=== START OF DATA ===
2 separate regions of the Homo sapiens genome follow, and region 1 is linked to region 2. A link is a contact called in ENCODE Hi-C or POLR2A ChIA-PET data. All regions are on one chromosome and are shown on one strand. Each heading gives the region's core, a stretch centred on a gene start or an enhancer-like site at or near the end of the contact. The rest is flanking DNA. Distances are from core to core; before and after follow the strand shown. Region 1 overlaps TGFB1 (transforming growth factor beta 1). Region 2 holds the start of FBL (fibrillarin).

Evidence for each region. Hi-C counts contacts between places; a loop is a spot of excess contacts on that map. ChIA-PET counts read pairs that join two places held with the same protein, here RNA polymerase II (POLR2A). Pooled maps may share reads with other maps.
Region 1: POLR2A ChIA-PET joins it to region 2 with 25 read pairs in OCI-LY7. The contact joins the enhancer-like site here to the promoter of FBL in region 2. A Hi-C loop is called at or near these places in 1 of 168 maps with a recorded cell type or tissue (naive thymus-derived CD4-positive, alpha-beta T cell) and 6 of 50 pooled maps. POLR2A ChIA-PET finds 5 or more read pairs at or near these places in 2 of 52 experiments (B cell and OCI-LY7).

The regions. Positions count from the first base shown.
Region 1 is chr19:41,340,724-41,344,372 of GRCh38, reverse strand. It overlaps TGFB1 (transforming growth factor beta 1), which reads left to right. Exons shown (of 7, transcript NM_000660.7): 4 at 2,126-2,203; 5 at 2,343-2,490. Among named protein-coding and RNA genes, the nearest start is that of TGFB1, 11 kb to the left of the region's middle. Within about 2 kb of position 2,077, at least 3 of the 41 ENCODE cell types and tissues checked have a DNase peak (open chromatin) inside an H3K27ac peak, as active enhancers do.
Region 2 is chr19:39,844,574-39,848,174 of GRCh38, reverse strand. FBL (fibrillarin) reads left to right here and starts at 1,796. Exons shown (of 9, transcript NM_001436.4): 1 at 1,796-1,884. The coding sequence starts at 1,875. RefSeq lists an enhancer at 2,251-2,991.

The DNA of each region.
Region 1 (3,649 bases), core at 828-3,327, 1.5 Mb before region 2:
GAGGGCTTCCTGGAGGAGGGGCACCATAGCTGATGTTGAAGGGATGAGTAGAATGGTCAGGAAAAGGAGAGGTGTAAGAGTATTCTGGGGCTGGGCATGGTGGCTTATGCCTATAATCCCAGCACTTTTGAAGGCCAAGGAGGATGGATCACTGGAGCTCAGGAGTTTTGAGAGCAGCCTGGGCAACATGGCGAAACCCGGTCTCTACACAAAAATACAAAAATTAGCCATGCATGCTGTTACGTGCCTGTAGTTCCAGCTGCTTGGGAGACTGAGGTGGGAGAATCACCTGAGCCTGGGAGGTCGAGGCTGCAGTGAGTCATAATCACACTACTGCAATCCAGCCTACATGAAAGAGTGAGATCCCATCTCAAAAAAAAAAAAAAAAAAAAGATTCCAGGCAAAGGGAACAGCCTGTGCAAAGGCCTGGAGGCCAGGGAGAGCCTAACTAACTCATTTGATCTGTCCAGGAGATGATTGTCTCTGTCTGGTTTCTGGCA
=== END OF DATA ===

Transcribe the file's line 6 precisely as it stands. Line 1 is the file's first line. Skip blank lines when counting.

Region 2 is chr19:39,844,574-39,848,174 of GRCh38, reverse strand. FBL (fibrillarin) reads left to right here and starts at 1,796. Exons shown (of 9, transcript NM_001436.4): 1 at 1,796-1,884. The coding sequence starts at 1,875. RefSeq lists an enhancer at 2,251-2,991.